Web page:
Jewish World Review Oct. 14, 2005 / 11 Tishrei,
Spoiled brat politics: Part II
The idea that what I want overrides what you want has
increasingly become part of our thinking, our policies and even our laws.
There is literally a federal case before the Supreme Court over the fact
that many colleges and universities refuse to allow military recruiters on
Why? Because, as the academics will tell you, they are opposed
to the military, either in general or because they think the military are
discriminating against homosexuals or for whatever other reasons they have.
These academics have every right to be against the military, for
any reason or for no reason.
If they don't like the military, they can stay away from the
military, since there is no draft. But what they want is to keep other
people away from the military, by preventing students from hearing what the
military recruiters have to say, as students hear what recruiters from all
sorts of other institutions and movements have to say on campus.
The reason there is a legal issue is that a federal law has been
passed, saying that colleges and universities that forbid military
recruiters from coming on campus are no longer eligible to receive federal
Academics are outraged. They see this law as a violation of
their freedom including their right to violate their students' freedom.
It is classic spoiled brat politics, based on the idea that what I want
overrides what you want.
The same principle underlies growing legal restrictions on
building anything that existing residents in a community don't want built.
A young "planning consultant" to a local politician in New York
says: "These neighborhoods substantially have not changed in 40 years. What
we are trying to do is make sure they are recognizable 40 years from now. I
don't think there is anything wrong with that. In fact, in many other places
in the country, that is celebrated. So why shouldn't we celebrate it here?"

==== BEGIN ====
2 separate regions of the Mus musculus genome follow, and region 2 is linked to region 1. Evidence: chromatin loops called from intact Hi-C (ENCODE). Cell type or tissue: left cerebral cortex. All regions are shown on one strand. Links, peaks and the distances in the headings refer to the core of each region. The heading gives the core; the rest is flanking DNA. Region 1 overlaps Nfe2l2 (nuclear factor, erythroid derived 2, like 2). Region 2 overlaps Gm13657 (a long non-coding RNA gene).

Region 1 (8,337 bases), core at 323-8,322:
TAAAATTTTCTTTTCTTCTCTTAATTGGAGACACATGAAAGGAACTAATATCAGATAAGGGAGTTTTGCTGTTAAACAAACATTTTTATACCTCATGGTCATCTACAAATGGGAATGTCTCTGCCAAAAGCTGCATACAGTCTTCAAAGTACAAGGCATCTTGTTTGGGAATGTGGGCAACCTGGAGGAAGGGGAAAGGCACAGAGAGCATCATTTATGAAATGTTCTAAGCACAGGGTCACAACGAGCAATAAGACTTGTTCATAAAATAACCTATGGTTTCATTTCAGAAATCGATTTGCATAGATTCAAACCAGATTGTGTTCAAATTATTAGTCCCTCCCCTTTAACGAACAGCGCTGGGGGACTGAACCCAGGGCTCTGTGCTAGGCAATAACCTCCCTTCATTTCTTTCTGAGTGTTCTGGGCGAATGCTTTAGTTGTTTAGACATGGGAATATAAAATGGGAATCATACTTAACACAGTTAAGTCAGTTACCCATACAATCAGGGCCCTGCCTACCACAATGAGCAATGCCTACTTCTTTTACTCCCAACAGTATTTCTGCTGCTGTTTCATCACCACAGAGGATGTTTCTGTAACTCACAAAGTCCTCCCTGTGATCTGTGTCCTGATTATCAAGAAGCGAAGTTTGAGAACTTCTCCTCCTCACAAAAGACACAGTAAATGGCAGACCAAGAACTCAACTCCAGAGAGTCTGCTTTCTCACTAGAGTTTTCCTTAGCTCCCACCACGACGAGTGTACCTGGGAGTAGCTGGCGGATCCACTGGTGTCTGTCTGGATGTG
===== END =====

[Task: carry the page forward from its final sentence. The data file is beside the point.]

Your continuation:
That young man probably has a bright future in politics, where
the ability to confuse the issues is a highly rewarded talent. "Everybody is
doing it" is a very effective political argument, requiring neither facts
nor logic, and widely accepted in this era of dumbed-down education.
Focusing on the benefits to some and ignoring the costs to others is another
tried-and-true political tactic.
Since people who are already in a community are the ones who
vote, making what they want override what other people want is a winner in
spoiled brat politics.
At one time, courts took seriously the 14th Amendment's
guarantee of equal rights for all, regardless of where they lived and voted.
Courts even enforced the 5th Amendment's guarantee of property rights.
In other words, local voters and local politicians could not
arbitrarily deprive other people of the right to come in and buy and use
property as they saw fit, simply because some planning consultants or
planning commissions preferred that they do otherwise. But Constitutional
protection of property rights is no longer "in the mainstream" of
fashionable legal thinking.
Let's go back to square one. The people who bought homes in a
neighborhood 40 years ago did not buy the neighborhood, nor did they pay for
a guarantee that the neighborhood would stay the same for 40 years, much
less in perpetuity.
The only way the government can give current residents such a
guarantee is to take away other people's property rights, which exist
precisely in order to keep politicians at bay.
Buying a chance and asking the government to turn that chance
into a guarantee has become a common occurrence under spoiled brat politics.
When you buy a home with a great view of the ocean, you do not
pay for a guarantee that nothing will ever be built between you and the
ocean. You ask politicians to give that to you, at someone else's expense.
Some people even call that idealism because you are "preserving"
something good. But preserving it from whom? And why is what you want more
important than what they want?
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